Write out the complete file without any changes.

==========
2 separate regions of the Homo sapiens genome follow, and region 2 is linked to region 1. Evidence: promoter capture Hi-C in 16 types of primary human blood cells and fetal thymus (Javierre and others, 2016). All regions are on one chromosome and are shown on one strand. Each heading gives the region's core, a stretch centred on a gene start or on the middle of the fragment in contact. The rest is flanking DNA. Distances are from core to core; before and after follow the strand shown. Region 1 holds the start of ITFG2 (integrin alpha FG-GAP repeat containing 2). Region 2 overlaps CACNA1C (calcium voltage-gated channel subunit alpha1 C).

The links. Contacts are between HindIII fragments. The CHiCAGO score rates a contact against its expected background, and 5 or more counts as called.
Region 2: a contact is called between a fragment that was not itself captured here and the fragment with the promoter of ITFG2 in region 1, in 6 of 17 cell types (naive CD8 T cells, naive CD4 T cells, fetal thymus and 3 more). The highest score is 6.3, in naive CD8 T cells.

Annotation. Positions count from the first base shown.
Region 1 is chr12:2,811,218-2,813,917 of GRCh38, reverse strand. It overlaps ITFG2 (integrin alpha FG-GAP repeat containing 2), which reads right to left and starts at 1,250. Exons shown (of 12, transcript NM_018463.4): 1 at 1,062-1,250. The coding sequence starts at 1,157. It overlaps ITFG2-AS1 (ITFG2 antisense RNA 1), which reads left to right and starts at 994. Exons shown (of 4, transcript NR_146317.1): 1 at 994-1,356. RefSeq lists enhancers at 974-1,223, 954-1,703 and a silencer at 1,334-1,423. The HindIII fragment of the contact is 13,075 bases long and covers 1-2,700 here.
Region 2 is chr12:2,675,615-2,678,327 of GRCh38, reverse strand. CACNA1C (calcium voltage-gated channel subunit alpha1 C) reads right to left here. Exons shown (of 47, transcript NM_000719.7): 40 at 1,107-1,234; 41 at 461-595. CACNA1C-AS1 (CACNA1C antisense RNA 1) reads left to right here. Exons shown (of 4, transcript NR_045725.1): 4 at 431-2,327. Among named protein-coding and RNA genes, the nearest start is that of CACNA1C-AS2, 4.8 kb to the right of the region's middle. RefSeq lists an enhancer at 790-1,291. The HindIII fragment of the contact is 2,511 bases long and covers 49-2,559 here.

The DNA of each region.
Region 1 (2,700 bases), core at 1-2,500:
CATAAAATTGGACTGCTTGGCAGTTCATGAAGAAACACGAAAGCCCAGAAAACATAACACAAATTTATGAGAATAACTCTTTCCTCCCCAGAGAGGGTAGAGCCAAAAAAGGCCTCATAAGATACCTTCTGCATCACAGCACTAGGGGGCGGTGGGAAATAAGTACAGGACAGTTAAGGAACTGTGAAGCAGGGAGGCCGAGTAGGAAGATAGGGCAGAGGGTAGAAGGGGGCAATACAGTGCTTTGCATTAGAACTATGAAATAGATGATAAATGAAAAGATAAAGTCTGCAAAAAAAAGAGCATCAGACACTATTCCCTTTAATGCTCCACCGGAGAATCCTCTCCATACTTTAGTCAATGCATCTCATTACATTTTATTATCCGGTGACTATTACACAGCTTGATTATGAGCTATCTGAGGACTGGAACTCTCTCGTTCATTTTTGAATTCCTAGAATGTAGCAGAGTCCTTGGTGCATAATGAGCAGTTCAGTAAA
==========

2 separate regions of the Homo sapiens genome follow, and region 2 is linked to region 1. Evidence: promoter capture Hi-C in 16 types of primary human blood cells and fetal thymus (Javierre and others, 2016). All regions are on one chromosome and are shown on one strand. Each heading gives the region's core, a stretch centred on a gene start or on the middle of the fragment in contact. The rest is flanking DNA. Distances are from core to core; before and after follow the strand shown. Region 1 holds the start of ITFG2 (integrin alpha FG-GAP repeat containing 2). Region 2 overlaps CACNA1C (calcium voltage-gated channel subunit alpha1 C).

The links. Contacts are between HindIII fragments. The CHiCAGO score rates a contact against its expected background, and 5 or more counts as called.
Region 2: a contact is called between a fragment that was not itself captured here and the fragment with the promoter of ITFG2 in region 1, in 6 of 17 cell types (naive CD8 T cells, naive CD4 T cells, fetal thymus and 3 more). The highest score is 6.3, in naive CD8 T cells.

Annotation. Positions count from the first base shown.
Region 1 is chr12:2,811,218-2,813,917 of GRCh38, reverse strand. It overlaps ITFG2 (integrin alpha FG-GAP repeat containing 2), which reads right to left and starts at 1,250. Exons shown (of 12, transcript NM_018463.4): 1 at 1,062-1,250. The coding sequence starts at 1,157. It overlaps ITFG2-AS1 (ITFG2 antisense RNA 1), which reads left to right and starts at 994. Exons shown (of 4, transcript NR_146317.1): 1 at 994-1,356. RefSeq lists enhancers at 974-1,223, 954-1,703 and a silencer at 1,334-1,423. The HindIII fragment of the contact is 13,075 bases long and covers 1-2,700 here.
Region 2 is chr12:2,675,615-2,678,327 of GRCh38, reverse strand. CACNA1C (calcium voltage-gated channel subunit alpha1 C) reads right to left here. Exons shown (of 47, transcript NM_000719.7): 40 at 1,107-1,234; 41 at 461-595. CACNA1C-AS1 (CACNA1C antisense RNA 1) reads left to right here. Exons shown (of 4, transcript NR_045725.1): 4 at 431-2,327. Among named protein-coding and RNA genes, the nearest start is that of CACNA1C-AS2, 4.8 kb to the right of the region's middle. RefSeq lists an enhancer at 790-1,291. The HindIII fragment of the contact is 2,511 bases long and covers 49-2,559 here.

The DNA of each region.
Region 1 (2,700 bases), core at 1-2,500:
CATAAAATTGGACTGCTTGGCAGTTCATGAAGAAACACGAAAGCCCAGAAAACATAACACAAATTTATGAGAATAACTCTTTCCTCCCCAGAGAGGGTAGAGCCAAAAAAGGCCTCATAAGATACCTTCTGCATCACAGCACTAGGGGGCGGTGGGAAATAAGTACAGGACAGTTAAGGAACTGTGAAGCAGGGAGGCCGAGTAGGAAGATAGGGCAGAGGGTAGAAGGGGGCAATACAGTGCTTTGCATTAGAACTATGAAATAGATGATAAATGAAAAGATAAAGTCTGCAAAAAAAAGAGCATCAGACACTATTCCCTTTAATGCTCCACCGGAGAATCCTCTCCATACTTTAGTCAATGCATCTCATTACATTTTATTATCCGGTGACTATTACACAGCTTGATTATGAGCTATCTGAGGACTGGAACTCTCTCGTTCATTTTTGAATTCCTAGAATGTAGCAGAGTCCTTGGTGCATAATGAGCAGTTCAGTAAA